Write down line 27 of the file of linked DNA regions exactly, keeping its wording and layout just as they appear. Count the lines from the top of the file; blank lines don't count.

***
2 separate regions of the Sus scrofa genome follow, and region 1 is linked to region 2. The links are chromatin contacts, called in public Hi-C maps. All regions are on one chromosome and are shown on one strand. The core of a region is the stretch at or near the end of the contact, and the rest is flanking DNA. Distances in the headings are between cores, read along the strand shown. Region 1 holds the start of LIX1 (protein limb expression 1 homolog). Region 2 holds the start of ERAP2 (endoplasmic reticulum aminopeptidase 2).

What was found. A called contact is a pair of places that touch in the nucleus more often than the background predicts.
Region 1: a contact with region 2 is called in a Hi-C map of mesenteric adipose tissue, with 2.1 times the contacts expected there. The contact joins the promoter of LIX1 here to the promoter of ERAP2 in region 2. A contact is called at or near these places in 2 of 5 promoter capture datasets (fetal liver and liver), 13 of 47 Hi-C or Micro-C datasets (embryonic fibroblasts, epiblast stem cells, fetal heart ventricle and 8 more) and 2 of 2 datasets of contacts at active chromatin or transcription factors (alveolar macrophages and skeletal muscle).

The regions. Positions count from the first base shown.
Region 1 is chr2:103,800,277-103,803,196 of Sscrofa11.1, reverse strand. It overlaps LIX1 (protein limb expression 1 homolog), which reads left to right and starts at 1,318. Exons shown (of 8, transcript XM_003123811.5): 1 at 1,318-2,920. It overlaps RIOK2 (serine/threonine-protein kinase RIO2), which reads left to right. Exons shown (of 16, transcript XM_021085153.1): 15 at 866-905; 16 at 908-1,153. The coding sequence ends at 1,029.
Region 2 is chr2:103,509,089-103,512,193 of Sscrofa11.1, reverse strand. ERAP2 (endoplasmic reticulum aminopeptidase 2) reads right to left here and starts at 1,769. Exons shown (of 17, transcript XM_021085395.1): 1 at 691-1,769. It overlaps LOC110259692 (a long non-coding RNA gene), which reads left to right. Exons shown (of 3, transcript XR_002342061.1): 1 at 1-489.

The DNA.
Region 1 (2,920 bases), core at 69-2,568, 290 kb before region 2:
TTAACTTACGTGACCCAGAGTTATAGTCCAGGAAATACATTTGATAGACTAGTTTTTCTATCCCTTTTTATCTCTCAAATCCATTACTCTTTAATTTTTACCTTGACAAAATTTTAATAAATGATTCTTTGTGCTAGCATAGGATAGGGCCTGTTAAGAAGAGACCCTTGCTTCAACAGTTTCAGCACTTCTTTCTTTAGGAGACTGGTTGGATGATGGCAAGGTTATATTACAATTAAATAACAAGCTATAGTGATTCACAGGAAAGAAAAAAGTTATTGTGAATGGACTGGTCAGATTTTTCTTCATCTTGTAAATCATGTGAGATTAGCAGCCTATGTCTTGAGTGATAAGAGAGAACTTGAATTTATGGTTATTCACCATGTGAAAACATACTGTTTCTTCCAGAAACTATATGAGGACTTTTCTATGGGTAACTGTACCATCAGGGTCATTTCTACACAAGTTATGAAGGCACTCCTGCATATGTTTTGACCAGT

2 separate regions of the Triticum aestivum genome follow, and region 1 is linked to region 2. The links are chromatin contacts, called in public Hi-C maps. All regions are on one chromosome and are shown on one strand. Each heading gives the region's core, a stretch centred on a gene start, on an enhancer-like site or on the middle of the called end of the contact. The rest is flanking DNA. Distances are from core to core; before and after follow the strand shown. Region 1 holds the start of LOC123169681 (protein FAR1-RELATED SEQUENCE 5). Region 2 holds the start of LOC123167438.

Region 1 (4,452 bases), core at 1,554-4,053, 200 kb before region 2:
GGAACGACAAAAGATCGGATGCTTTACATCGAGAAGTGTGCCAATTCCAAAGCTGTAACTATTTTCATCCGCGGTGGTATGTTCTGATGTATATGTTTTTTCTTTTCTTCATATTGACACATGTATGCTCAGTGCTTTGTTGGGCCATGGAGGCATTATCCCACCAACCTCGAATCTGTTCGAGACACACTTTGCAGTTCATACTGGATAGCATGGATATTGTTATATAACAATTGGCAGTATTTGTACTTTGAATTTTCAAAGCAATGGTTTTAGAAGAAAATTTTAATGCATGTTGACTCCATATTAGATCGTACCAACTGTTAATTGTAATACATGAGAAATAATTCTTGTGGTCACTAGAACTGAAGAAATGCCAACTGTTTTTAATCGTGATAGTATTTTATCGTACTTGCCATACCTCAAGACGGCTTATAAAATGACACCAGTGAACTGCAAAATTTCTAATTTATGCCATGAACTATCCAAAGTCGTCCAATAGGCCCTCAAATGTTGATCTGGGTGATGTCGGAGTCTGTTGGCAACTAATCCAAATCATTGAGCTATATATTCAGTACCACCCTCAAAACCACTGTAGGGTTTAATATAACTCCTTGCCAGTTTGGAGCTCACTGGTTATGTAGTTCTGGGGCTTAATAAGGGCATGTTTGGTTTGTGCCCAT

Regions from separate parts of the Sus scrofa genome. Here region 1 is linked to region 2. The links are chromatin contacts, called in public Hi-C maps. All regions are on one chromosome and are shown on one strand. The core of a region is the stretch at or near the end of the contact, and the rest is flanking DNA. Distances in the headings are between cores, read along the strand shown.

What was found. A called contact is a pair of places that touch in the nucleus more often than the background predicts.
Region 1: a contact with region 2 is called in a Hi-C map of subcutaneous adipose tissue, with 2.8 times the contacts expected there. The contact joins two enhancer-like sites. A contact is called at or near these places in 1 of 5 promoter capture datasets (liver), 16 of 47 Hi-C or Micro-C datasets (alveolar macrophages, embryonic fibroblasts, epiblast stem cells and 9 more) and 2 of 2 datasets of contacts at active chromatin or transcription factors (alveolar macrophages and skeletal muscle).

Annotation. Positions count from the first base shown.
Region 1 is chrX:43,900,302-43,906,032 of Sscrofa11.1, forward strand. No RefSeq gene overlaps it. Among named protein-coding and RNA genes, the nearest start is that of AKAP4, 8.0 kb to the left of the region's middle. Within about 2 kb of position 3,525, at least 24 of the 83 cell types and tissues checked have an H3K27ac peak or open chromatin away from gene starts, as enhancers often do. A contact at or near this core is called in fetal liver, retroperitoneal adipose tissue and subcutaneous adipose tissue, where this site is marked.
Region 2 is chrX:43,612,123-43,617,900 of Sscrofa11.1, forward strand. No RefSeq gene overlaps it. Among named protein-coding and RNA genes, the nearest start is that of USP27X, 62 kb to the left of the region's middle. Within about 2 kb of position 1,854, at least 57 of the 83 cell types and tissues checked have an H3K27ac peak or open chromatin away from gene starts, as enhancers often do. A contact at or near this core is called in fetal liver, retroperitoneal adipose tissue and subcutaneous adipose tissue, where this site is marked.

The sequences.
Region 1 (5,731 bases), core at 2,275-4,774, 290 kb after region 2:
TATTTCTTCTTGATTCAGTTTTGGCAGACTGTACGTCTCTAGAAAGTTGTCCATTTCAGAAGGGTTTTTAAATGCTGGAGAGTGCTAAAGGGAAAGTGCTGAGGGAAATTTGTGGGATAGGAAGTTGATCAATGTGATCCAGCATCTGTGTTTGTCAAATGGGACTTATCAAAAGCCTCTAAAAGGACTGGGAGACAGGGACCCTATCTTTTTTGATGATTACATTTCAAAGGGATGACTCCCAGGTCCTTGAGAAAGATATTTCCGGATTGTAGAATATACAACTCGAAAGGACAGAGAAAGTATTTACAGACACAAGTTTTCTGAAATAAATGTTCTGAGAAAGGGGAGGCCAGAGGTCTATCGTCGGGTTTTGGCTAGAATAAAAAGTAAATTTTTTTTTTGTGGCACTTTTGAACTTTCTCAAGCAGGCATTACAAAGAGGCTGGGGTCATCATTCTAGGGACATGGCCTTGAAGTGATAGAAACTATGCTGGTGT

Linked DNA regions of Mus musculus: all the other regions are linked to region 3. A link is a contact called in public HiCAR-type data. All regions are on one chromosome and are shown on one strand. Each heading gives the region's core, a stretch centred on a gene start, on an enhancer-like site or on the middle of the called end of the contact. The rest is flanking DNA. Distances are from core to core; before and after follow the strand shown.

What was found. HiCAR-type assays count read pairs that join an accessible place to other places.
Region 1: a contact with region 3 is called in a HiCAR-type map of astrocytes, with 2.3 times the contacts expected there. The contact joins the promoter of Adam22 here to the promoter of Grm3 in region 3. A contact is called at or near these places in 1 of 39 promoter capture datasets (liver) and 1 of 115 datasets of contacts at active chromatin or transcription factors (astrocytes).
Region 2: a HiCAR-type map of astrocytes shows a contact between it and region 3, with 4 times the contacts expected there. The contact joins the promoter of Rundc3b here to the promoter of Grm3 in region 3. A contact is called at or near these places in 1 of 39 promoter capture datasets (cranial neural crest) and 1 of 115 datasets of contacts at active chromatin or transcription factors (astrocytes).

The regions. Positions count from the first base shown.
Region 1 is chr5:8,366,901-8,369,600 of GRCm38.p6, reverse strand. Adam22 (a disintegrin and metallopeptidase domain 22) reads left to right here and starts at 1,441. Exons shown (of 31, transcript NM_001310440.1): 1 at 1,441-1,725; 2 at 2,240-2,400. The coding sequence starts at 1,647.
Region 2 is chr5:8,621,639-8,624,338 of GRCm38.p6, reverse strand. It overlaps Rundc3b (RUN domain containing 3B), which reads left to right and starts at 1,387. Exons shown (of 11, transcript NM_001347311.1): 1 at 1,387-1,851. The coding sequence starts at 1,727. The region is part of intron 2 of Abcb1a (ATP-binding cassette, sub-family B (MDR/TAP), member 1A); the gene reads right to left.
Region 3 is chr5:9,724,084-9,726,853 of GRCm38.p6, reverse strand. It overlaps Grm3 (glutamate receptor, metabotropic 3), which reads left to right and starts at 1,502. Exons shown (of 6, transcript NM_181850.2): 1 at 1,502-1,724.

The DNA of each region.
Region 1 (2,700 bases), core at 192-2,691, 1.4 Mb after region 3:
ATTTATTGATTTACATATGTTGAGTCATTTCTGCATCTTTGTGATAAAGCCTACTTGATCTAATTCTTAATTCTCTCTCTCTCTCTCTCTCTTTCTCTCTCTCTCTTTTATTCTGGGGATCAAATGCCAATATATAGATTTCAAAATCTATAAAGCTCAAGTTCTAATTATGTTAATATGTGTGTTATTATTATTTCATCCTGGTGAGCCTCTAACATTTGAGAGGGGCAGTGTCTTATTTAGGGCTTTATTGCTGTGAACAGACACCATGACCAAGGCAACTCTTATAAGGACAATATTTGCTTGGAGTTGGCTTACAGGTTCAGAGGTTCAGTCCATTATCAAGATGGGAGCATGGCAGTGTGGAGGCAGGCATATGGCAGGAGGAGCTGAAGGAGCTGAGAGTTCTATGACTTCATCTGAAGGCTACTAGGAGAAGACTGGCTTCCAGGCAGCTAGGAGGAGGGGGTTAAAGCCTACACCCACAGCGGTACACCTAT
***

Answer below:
Region 1 is chr5:8,366,901-8,369,600 of GRCm38.p6, reverse strand. Adam22 (a disintegrin and metallopeptidase domain 22) reads left to right here and starts at 1,441. Exons shown (of 31, transcript NM_001310440.1): 1 at 1,441-1,725; 2 at 2,240-2,400. The coding sequence starts at 1,647.